Kashmiri Pandits observe "Holocaust Day"
Displaced Kashmiri Pandits who fled from Kashmir valley to the state's winter capital Jammu in early nineties soon after the outbreak of terrorism in Kashmir observed today as their 17th "holocaust day".
One of the factions of the displaced Kashmiri Pandits 'Panun Kashmir' organised a public meeting at Anand Nagar Bohri where the party president Ajay Chrungoo said that today marked the entry of the Kashmiri Pandit community into the 18th year of their displacement from Kashmir valley.
"It was on this day way back on January 19, 1990 when the mosques across Kashmir echoed asking Pandits to leave the valley or face execution," he alleged.
Chrungoo said that his party was also protesting to remind the nation of their continued neglect at the hand of successive governments in the state as well as at the hands of New Delhi.
Impressed by the settlement of Jews in Israel, who were driven off by Germany's Nazi government after slaughtering millions of them, Kashmiri Pandits every year observe January 19 as the "holocaust day", the day named after the 'Holocaust', which is applied to the genocide of minority groups of Europe and North Africa during World War II by Nazi Germany and its collaborators.
Early elements of the Holocaust include the Kristallnacht pogrom of November 8, 1938 and November 9, 1938 and the T-4 Euthanasia Program, leading to the later use of killing squads and extermination camps in a massive and centrally organised effort to exterminate every possible member of the populations targeted by Adolf Hitler and the Nazis.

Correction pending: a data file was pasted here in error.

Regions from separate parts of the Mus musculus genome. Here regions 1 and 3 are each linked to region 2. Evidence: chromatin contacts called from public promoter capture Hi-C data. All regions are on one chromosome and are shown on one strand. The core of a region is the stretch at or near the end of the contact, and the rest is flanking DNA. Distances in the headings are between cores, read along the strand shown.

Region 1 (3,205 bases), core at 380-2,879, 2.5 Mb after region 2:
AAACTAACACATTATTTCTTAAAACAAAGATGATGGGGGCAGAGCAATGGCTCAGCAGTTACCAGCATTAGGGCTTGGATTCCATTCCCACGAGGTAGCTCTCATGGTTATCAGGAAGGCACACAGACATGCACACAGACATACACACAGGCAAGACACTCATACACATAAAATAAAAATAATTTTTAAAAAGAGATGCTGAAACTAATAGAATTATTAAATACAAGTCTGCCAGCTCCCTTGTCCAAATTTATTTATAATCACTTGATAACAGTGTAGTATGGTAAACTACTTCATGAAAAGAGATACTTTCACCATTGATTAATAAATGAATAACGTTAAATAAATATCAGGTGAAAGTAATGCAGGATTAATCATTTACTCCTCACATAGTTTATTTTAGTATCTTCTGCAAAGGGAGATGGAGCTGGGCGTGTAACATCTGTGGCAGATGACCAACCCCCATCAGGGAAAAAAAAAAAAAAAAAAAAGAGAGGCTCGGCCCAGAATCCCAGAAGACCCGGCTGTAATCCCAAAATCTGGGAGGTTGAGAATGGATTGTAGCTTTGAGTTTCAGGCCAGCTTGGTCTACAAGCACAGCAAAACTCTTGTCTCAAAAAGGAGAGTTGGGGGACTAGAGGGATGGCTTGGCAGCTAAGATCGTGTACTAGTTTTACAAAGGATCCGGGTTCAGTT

The Jews of Europe were the most numerous of the victims of the Holocaust in what the Nazis called the "Final Solution of the Jewish Question" or "the cleaning" (die Reinigung).
It was on this day 17-years back that the Kashmiri Pandits decided to flee from the valley after finding themselves at the receiving end of the barrel of terrorists and Islamic extremism.
When Pandits left the valley, terrorists had already killed around 100 of their community members, some for having affiliations with national parties, some on allegations of being informers of Indian intelligence agencies and some just for nothing.
Feeling at the receiving end of the hostilities, the Kashmiri Pandit community, which for years lived next to Kashmiri Muslims in the valley suddenly felt unsafe.
The Kashmiri Pandits say that more than the threat of terrorists it was the "criminal silence" exhibited by their Muslim neighbours which let them down. On the contrary, the Muslims allege them of leaving them in the lurch to face the music of bullets while they themselves took refuge in safer havens like Jammu
and New Delhi.
The other faction of Panun Kashmir led by convenor Agnishekhar and the
party's political affairs chairman KL Chowdhury organised a demonstration and a sit in at the Muthi Ghat at the outskirts of Jammu city.
Meanwhile, All State Kashmiri Pandit Conference (ASKPC) paid homage to the Kashmiri Pandits who were killed before the community decided to leave behind their homes and hearths.
A programme of the party attended by prominent party leaders AN Vaishnavi and HL Chatta was organised at Geeta Bhawan in Jammu.
Another displaced Kashmiri Pandit organisation Jammu Kashmir Vichar Manch held a protest demonstration at Jammu's historic Dogra Chowk. The party activists rued over the attitude of New Delhi in promoting separatists and suppressing the nationalists. The party also expressed concern over the new solutions coming up for the resolution of the long-standing dispute of Kashmir like self-rule, regional
federalism, United States of Kashmir and likes.
Moderate Hurriyat Conference, an amalgam of many separatist organisations in the state is currently in Pakistan to discuss the new developments on Kashmir. The conglomerate is seeking a self-rule for the state for the resolution of the vexed Kashmir issue, the decision strongly opposed by the Kashmiri Pandits.
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